UK Foreign Secretary Philip Hammond said on Tuesday that negotiating new trade deals after a possible British exit from the European Union could take twice as long as the Second World War.
Giving a speech at the foreign affairs think-tank Chatham House, Hammond said what pro-Brexit campaigners say just will bring to the UK “years of uncertainty.”
Hammond also clarified that he does not agree with Chris Grayling, a fellow minister who supports Brexit on that Britain could quickly negotiate new trade deals with individual EU member states.
“It might well take more than twice as long as the fighting the Second World War,” he said.
“If you look at the history of trade agreements including [World Trade Organization] agreements, eight years is a relatively concise timetable for negotiating trade agreements. Simple fact,” Hammond continued.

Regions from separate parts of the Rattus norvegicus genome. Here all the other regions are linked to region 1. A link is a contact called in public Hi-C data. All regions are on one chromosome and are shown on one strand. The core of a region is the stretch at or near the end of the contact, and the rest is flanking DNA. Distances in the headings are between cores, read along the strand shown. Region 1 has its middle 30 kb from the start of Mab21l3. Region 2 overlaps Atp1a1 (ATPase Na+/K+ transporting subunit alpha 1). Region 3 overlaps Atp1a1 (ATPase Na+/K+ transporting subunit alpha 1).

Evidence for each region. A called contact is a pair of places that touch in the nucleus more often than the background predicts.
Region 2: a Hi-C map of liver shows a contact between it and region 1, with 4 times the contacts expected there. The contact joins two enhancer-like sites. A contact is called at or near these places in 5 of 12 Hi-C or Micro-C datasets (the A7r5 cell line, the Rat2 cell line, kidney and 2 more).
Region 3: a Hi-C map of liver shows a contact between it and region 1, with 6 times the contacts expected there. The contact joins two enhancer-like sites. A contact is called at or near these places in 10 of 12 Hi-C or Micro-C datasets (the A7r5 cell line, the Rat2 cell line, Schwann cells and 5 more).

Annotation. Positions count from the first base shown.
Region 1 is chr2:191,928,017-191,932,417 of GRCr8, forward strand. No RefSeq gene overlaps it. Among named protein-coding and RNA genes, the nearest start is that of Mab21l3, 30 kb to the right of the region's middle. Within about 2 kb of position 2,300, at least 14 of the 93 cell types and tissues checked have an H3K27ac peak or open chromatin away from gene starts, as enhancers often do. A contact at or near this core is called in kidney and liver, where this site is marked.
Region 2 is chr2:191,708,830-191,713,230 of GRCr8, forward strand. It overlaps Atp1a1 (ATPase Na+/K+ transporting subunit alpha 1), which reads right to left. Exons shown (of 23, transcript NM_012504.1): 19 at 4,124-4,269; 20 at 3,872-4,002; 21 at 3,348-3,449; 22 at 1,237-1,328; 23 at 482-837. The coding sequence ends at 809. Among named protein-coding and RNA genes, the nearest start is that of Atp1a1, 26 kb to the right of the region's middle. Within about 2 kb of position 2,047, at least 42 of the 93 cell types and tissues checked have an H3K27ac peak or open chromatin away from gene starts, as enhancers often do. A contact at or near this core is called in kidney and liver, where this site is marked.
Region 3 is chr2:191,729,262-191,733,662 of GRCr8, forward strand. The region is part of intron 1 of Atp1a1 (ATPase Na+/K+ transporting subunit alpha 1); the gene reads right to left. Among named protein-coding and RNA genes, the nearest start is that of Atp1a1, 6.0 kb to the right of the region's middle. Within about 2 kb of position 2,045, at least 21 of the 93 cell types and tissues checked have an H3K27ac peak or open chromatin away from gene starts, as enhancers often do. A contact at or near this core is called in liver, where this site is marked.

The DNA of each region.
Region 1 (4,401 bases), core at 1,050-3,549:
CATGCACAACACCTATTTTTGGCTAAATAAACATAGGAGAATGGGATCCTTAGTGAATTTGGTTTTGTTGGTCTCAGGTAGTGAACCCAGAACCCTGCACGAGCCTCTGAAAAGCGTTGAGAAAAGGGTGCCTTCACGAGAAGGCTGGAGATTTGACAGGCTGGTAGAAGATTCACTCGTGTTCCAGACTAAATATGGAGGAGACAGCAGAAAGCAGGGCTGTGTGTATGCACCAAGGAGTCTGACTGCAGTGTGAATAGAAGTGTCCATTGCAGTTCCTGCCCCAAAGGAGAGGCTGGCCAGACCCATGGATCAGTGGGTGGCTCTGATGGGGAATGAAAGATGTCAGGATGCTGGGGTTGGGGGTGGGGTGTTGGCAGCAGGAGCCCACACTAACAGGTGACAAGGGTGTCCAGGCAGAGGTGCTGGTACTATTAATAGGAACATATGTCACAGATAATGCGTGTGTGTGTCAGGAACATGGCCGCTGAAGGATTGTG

“We’re going to have 27 nations, all with their own internal political discussions, all with their own concerns about their own Eurosceptics, all with their own industries to protect, and I would expect them all to pursue their national interest aggressively in that negotiation.”
“They won’t owe us any favors and we shouldn’t expect any favors,” Hammond added.
He said Britain’s access to Europe’s single market would cease if it left the 28-country bloc.
“Our trading agreements with more than 50 countries around the world would lapse with an immediate and negative effect on confidence, on growth, on investments and on jobs. Years of uncertainty for Britain just as we’re getting back on our feet,” he said.